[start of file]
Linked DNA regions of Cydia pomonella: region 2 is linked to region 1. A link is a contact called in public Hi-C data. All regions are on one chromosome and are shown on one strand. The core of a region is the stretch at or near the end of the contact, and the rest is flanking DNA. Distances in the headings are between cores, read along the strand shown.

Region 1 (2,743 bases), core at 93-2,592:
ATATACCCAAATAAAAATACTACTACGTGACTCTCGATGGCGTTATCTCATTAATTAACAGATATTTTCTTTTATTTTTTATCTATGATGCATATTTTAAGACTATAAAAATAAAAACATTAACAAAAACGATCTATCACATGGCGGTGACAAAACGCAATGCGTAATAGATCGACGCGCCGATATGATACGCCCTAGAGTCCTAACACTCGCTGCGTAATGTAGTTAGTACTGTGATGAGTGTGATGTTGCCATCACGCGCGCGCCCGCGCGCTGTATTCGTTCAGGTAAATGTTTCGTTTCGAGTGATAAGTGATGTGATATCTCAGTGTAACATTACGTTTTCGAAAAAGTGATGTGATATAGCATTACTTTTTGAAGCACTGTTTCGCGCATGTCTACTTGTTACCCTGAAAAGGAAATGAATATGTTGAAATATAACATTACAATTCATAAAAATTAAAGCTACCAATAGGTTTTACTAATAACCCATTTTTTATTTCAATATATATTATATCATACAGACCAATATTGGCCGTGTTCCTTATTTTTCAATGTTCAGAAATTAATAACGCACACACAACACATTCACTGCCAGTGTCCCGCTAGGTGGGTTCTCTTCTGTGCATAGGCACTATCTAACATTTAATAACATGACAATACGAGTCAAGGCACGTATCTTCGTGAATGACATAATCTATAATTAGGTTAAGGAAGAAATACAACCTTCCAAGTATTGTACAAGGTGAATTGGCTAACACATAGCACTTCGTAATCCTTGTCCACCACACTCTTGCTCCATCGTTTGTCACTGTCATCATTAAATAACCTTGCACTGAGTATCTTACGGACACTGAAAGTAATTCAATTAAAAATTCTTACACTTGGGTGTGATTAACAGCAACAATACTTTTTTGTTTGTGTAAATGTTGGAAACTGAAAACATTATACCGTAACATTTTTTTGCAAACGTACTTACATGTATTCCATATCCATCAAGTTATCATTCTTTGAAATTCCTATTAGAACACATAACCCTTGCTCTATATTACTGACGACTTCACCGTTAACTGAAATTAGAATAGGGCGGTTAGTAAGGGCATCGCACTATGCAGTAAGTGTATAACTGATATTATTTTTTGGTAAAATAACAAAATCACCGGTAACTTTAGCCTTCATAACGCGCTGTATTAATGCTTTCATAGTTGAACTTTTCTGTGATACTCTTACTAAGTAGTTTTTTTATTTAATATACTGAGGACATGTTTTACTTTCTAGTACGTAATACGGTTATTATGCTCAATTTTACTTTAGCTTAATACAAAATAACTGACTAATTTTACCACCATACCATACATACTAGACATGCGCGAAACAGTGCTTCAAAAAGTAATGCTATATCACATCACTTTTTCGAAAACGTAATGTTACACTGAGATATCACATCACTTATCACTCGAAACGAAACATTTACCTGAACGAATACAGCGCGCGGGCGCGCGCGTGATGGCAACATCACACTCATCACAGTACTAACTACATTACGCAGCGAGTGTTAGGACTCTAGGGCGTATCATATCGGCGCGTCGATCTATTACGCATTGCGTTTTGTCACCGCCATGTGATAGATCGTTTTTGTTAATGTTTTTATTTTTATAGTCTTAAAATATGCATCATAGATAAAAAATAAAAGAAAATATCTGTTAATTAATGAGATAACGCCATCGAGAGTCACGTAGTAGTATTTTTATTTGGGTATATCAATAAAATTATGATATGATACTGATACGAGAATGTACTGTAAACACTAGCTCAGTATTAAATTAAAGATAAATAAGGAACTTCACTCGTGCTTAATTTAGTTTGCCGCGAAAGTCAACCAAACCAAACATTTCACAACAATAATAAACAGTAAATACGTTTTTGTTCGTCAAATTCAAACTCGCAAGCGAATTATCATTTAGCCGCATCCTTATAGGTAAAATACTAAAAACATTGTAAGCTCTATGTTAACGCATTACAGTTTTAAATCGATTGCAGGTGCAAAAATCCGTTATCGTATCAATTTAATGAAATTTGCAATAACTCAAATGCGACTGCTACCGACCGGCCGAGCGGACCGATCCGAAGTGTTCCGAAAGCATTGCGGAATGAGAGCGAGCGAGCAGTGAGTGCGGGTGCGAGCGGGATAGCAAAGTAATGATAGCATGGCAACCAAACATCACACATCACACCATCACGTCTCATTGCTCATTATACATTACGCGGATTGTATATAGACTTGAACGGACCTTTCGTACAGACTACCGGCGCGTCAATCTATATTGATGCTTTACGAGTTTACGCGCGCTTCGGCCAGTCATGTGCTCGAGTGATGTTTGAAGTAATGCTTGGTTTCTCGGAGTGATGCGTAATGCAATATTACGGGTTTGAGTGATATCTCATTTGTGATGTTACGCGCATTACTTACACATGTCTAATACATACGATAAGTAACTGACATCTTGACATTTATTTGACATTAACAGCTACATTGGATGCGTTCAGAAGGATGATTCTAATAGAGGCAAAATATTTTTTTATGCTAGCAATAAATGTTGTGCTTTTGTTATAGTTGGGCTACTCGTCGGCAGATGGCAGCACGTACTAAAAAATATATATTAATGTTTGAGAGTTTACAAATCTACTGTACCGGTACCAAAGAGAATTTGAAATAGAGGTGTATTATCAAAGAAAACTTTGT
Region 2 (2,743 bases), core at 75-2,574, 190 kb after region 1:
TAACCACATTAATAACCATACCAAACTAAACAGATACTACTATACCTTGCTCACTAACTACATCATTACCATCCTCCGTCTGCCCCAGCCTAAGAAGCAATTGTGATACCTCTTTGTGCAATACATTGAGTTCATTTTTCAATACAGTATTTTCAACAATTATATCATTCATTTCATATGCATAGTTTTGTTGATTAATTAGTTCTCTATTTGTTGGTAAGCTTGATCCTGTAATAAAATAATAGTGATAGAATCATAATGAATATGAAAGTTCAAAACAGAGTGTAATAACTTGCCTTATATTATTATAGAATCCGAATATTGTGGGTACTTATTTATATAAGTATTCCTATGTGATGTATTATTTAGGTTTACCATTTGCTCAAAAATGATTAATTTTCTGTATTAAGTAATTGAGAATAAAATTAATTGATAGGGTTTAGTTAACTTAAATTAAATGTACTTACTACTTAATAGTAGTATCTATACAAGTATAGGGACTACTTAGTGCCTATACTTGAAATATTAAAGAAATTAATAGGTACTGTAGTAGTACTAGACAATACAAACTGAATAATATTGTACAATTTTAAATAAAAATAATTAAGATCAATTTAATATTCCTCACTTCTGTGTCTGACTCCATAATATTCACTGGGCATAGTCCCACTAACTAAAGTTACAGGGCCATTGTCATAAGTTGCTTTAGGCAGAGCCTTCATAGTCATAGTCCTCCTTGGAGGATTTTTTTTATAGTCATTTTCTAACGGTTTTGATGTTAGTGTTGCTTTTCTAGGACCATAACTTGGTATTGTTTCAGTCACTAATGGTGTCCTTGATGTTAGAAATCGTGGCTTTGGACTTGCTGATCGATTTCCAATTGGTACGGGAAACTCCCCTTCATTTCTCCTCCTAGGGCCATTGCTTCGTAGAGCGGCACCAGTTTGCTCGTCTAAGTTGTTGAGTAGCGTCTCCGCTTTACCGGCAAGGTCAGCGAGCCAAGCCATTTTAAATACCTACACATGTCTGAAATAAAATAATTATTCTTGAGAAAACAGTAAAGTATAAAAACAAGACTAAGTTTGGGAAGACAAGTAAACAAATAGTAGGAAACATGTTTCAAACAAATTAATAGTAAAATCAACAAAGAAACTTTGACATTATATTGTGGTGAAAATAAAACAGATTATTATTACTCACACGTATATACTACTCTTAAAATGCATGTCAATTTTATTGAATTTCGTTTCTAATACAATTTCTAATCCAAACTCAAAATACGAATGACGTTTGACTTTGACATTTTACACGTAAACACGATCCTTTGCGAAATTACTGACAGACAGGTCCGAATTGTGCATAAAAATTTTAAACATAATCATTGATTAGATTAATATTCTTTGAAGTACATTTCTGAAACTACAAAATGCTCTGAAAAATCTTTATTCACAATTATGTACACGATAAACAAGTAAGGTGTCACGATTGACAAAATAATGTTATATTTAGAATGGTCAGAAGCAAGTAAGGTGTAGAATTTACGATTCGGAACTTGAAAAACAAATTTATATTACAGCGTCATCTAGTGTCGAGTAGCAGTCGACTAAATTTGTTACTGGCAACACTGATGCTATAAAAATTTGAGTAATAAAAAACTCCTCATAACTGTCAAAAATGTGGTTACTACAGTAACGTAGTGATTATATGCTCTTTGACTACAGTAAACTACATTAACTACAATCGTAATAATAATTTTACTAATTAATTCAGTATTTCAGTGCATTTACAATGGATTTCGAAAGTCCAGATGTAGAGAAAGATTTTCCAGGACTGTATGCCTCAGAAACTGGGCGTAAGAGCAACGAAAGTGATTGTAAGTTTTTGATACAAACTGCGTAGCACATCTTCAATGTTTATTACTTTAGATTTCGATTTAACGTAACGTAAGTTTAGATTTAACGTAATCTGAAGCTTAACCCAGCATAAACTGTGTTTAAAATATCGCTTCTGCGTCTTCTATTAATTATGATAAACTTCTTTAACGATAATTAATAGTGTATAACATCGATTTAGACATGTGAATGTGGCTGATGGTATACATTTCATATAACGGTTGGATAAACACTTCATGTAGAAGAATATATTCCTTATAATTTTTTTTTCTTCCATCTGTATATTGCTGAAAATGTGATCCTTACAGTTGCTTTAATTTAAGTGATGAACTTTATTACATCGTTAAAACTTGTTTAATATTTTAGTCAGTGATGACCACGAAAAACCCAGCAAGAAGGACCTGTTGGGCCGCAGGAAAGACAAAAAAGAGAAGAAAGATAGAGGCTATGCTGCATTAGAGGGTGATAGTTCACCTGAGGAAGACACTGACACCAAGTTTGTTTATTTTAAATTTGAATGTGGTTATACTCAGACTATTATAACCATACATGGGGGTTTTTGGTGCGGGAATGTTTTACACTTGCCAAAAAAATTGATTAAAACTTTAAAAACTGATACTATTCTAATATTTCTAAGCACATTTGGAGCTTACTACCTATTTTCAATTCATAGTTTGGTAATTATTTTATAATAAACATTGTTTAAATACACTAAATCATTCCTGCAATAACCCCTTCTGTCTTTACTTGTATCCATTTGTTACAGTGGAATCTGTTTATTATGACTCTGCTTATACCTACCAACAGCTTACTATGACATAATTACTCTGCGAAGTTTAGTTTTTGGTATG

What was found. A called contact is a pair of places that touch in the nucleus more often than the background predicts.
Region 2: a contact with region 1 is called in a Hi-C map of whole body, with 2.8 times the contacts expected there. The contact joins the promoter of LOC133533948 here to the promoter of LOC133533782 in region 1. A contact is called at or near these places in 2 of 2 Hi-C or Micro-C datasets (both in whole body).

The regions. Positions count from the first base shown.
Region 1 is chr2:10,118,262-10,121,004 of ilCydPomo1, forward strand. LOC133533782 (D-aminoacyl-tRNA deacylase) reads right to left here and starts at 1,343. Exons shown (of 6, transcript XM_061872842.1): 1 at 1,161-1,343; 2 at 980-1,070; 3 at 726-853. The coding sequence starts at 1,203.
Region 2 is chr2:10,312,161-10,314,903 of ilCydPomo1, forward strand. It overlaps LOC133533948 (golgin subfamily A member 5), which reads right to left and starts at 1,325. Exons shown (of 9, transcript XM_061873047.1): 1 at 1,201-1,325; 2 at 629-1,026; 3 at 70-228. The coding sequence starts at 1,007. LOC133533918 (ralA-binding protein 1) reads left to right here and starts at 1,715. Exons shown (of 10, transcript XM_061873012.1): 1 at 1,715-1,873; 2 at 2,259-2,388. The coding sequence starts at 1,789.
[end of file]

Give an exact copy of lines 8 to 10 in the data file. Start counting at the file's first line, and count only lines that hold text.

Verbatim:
The regions. Positions count from the first base shown.
Region 1 is chr2:10,118,262-10,121,004 of ilCydPomo1, forward strand. LOC133533782 (D-aminoacyl-tRNA deacylase) reads right to left here and starts at 1,343. Exons shown (of 6, transcript XM_061872842.1): 1 at 1,161-1,343; 2 at 980-1,070; 3 at 726-853. The coding sequence starts at 1,203.
Region 2 is chr2:10,312,161-10,314,903 of ilCydPomo1, forward strand. It overlaps LOC133533948 (golgin subfamily A member 5), which reads right to left and starts at 1,325. Exons shown (of 9, transcript XM_061873047.1): 1 at 1,201-1,325; 2 at 629-1,026; 3 at 70-228. The coding sequence starts at 1,007. LOC133533918 (ralA-binding protein 1) reads left to right here and starts at 1,715. Exons shown (of 10, transcript XM_061873012.1): 1 at 1,715-1,873; 2 at 2,259-2,388. The coding sequence starts at 1,789.